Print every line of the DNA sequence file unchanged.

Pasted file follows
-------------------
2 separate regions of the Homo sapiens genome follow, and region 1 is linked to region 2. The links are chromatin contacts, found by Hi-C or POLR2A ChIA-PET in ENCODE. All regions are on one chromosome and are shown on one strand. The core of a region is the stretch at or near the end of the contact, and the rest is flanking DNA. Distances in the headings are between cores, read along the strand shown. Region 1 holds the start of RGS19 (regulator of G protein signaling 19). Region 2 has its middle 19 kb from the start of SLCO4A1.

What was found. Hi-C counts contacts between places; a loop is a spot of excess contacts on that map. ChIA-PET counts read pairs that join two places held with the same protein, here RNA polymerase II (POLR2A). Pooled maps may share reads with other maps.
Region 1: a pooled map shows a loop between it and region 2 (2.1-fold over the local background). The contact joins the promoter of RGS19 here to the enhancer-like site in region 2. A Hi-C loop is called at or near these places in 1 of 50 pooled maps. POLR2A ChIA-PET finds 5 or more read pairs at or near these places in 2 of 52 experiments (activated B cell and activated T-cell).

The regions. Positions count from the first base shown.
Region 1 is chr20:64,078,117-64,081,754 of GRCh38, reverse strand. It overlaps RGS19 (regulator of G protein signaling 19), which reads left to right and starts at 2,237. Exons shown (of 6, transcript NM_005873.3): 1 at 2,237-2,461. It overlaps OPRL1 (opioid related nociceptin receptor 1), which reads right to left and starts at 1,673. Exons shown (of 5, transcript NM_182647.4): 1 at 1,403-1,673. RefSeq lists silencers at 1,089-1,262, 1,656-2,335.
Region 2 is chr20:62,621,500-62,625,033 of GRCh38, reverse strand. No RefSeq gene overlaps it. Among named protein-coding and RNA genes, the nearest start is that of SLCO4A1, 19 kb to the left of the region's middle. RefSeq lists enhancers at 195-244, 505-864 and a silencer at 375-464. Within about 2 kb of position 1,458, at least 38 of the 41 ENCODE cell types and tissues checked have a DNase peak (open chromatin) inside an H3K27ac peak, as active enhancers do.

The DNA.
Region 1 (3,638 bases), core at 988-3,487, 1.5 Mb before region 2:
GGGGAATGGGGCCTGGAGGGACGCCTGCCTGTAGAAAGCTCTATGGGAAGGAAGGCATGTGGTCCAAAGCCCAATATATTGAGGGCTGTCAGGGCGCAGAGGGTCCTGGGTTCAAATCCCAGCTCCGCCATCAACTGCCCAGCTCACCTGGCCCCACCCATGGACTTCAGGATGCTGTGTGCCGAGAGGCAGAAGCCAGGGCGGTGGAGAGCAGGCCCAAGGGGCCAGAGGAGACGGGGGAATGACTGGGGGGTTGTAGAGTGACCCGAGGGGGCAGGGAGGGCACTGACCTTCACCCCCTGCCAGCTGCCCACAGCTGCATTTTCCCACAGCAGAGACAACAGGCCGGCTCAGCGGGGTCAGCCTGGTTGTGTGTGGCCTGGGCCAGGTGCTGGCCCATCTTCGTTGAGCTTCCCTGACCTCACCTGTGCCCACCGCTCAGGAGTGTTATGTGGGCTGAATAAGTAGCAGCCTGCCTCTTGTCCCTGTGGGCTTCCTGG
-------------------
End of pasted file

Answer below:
2 separate regions of the Homo sapiens genome follow, and region 1 is linked to region 2. The links are chromatin contacts, found by Hi-C or POLR2A ChIA-PET in ENCODE. All regions are on one chromosome and are shown on one strand. The core of a region is the stretch at or near the end of the contact, and the rest is flanking DNA. Distances in the headings are between cores, read along the strand shown. Region 1 holds the start of RGS19 (regulator of G protein signaling 19). Region 2 has its middle 19 kb from the start of SLCO4A1.

What was found. Hi-C counts contacts between places; a loop is a spot of excess contacts on that map. ChIA-PET counts read pairs that join two places held with the same protein, here RNA polymerase II (POLR2A). Pooled maps may share reads with other maps.
Region 1: a pooled map shows a loop between it and region 2 (2.1-fold over the local background). The contact joins the promoter of RGS19 here to the enhancer-like site in region 2. A Hi-C loop is called at or near these places in 1 of 50 pooled maps. POLR2A ChIA-PET finds 5 or more read pairs at or near these places in 2 of 52 experiments (activated B cell and activated T-cell).

The regions. Positions count from the first base shown.
Region 1 is chr20:64,078,117-64,081,754 of GRCh38, reverse strand. It overlaps RGS19 (regulator of G protein signaling 19), which reads left to right and starts at 2,237. Exons shown (of 6, transcript NM_005873.3): 1 at 2,237-2,461. It overlaps OPRL1 (opioid related nociceptin receptor 1), which reads right to left and starts at 1,673. Exons shown (of 5, transcript NM_182647.4): 1 at 1,403-1,673. RefSeq lists silencers at 1,089-1,262, 1,656-2,335.
Region 2 is chr20:62,621,500-62,625,033 of GRCh38, reverse strand. No RefSeq gene overlaps it. Among named protein-coding and RNA genes, the nearest start is that of SLCO4A1, 19 kb to the left of the region's middle. RefSeq lists enhancers at 195-244, 505-864 and a silencer at 375-464. Within about 2 kb of position 1,458, at least 38 of the 41 ENCODE cell types and tissues checked have a DNase peak (open chromatin) inside an H3K27ac peak, as active enhancers do.

The DNA.
Region 1 (3,638 bases), core at 988-3,487, 1.5 Mb before region 2:
GGGGAATGGGGCCTGGAGGGACGCCTGCCTGTAGAAAGCTCTATGGGAAGGAAGGCATGTGGTCCAAAGCCCAATATATTGAGGGCTGTCAGGGCGCAGAGGGTCCTGGGTTCAAATCCCAGCTCCGCCATCAACTGCCCAGCTCACCTGGCCCCACCCATGGACTTCAGGATGCTGTGTGCCGAGAGGCAGAAGCCAGGGCGGTGGAGAGCAGGCCCAAGGGGCCAGAGGAGACGGGGGAATGACTGGGGGGTTGTAGAGTGACCCGAGGGGGCAGGGAGGGCACTGACCTTCACCCCCTGCCAGCTGCCCACAGCTGCATTTTCCCACAGCAGAGACAACAGGCCGGCTCAGCGGGGTCAGCCTGGTTGTGTGTGGCCTGGGCCAGGTGCTGGCCCATCTTCGTTGAGCTTCCCTGACCTCACCTGTGCCCACCGCTCAGGAGTGTTATGTGGGCTGAATAAGTAGCAGCCTGCCTCTTGTCCCTGTGGGCTTCCTGG